Johnny was laid to rest later that week in Woodland Cemetery. Legend has it that his dog stayed at the gravesite, refusing to leave. People would come by to bring food and water to the dog.

Then one day, the dog was gone and never seen again.

It’s said that in late summer, at the last light of the day when the cemetery gates have been locked, you can hear a boy laughing and playing with his happily barking dog.

But really

Johnny’s father was a cobbler, not a rich man by anyone’s standards. The family could not afford a grave marker, even a modest one, for their only son. But a local businessman, Daniel La Dow, had heard the story of Johnny’s valorous dog.  La Dow was a stonecutter and owner of a prosperous marble works in the city. He designed and created the remarkable monument that is at Johnny’s gravesite. ‘Tis truly a work of art that is not duplicated anywhere else within our fair city.

Take a break, hero dog. I got this.
The monument has no dates on it – no date of birth nor death. The only inscriptions are Johnny’s name and the words Slumber Sweet. We see that after 150 years, the dog remains vigilant with a protective paw over the young boy as he sleeps. Forever to be alert and watchful in stone. At their feet are Johnny’s cap and the toys found in his pocket that sad day. His ball, a top and harmonica.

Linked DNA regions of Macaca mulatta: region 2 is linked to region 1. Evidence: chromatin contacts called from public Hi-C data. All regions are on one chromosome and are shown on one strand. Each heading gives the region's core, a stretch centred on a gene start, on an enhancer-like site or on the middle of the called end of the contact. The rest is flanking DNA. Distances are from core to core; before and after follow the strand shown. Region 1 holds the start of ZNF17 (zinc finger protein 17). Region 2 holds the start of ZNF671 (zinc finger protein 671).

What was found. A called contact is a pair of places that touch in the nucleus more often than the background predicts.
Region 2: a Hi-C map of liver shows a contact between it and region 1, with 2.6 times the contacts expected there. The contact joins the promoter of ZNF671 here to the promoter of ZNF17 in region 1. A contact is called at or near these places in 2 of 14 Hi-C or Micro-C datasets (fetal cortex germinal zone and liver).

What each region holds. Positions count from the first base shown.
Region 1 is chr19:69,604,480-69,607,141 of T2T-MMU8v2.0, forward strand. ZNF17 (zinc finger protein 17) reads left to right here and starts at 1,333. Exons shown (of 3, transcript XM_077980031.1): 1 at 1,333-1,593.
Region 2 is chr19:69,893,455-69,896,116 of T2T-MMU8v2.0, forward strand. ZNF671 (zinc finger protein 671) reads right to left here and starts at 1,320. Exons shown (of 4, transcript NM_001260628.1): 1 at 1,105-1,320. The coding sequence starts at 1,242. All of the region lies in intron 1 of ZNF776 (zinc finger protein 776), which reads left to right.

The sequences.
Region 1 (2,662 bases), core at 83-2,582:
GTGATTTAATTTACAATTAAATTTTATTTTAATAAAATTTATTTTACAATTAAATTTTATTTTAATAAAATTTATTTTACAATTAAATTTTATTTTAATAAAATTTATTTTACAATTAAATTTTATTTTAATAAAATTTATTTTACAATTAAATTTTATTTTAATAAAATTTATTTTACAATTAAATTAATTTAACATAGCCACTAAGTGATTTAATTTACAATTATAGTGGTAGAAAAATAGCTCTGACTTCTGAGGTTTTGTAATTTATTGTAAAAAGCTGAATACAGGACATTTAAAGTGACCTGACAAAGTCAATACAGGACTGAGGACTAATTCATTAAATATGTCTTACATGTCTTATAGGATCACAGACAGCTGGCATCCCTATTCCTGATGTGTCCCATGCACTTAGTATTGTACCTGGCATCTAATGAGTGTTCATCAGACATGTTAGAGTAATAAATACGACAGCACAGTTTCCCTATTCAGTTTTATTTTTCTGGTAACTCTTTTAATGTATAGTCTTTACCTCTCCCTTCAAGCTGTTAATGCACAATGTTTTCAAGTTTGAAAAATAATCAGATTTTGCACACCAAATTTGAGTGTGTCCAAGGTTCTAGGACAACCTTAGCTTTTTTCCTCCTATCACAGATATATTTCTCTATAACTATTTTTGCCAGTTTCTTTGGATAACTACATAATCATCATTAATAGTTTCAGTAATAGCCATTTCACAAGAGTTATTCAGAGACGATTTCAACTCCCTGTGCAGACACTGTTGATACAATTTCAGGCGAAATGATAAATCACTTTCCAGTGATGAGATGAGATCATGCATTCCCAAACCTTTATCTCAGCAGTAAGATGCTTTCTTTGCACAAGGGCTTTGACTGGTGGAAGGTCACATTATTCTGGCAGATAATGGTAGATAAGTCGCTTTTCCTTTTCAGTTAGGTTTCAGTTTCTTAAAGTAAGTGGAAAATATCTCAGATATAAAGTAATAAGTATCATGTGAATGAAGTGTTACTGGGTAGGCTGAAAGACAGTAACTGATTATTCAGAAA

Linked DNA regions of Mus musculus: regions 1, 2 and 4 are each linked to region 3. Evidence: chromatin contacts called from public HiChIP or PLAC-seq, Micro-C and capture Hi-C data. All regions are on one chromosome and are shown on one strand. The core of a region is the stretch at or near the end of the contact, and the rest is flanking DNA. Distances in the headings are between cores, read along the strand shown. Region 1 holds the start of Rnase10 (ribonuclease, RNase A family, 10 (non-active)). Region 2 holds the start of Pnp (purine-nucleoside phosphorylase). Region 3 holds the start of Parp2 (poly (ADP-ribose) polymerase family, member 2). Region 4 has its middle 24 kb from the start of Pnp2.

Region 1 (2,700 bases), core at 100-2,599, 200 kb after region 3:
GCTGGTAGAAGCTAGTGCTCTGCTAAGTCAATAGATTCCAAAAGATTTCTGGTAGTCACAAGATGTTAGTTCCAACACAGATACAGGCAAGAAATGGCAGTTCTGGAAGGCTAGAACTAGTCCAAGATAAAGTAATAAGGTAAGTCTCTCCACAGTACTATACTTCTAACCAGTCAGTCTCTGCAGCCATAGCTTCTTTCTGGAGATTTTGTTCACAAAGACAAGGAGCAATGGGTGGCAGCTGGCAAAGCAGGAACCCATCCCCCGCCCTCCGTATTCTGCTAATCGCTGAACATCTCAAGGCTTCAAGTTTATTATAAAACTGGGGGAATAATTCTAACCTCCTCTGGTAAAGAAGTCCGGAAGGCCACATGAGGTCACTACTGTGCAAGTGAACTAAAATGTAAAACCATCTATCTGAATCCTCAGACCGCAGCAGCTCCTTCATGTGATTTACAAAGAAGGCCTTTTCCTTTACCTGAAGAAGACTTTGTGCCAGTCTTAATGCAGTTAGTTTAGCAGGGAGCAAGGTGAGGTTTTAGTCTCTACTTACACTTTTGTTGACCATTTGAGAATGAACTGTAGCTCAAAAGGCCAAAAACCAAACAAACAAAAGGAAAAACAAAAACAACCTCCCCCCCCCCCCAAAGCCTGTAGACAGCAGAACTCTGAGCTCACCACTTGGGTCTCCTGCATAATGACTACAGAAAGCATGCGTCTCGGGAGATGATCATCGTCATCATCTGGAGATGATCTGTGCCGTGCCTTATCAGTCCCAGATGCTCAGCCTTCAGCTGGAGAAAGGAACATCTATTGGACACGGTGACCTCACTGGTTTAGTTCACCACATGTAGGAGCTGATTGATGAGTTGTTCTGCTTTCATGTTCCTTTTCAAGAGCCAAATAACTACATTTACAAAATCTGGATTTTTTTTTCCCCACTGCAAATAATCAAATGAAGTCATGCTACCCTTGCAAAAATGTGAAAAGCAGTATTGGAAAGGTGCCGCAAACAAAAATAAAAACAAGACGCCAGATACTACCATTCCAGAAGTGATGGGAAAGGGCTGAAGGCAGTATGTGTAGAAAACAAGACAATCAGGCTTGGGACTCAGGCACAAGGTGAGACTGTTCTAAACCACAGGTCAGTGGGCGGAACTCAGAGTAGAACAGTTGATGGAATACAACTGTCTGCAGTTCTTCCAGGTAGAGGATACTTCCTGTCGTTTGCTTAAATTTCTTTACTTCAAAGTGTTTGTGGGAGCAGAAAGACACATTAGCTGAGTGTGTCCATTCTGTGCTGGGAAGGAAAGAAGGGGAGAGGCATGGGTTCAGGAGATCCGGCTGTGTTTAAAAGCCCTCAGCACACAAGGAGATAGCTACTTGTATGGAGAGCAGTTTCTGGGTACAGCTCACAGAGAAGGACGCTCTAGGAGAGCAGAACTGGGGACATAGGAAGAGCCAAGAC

Slumber Sweet
Woodland Cemetery states this is their most visited gravesite – and the most decorated. The site changes daily as families come by to pay their respects to this lost boy by leaving toys, trinkets and clothing. These items are later collected and donated to charitable organizations.

Now about those dog nostrils

To avoid cracks in the stone due to temperature changes, La Dow included an air vent inside the monument. This is a rather clever design as the air is released through the dog’s nose. It is true that if you hold your hand near the dog’s nostrils, you can feel it “breathe.”  In cooler weather you can see steam coming from the nose.
What’s really surprising to me though, in that in spite of the legends of this boy and his dog (I’ve only shared one story), we don’t know the dog’s name. This is lost to history as well as the dog’s breed. I don’t know, it seems disrespectful to me to even nickname this boy’s dog. But what kind of dog is it? 
Isn’t it obvious? Love, responsibility and never ending devotion? It’s got to be a Golden/Lab cross, don’t you think?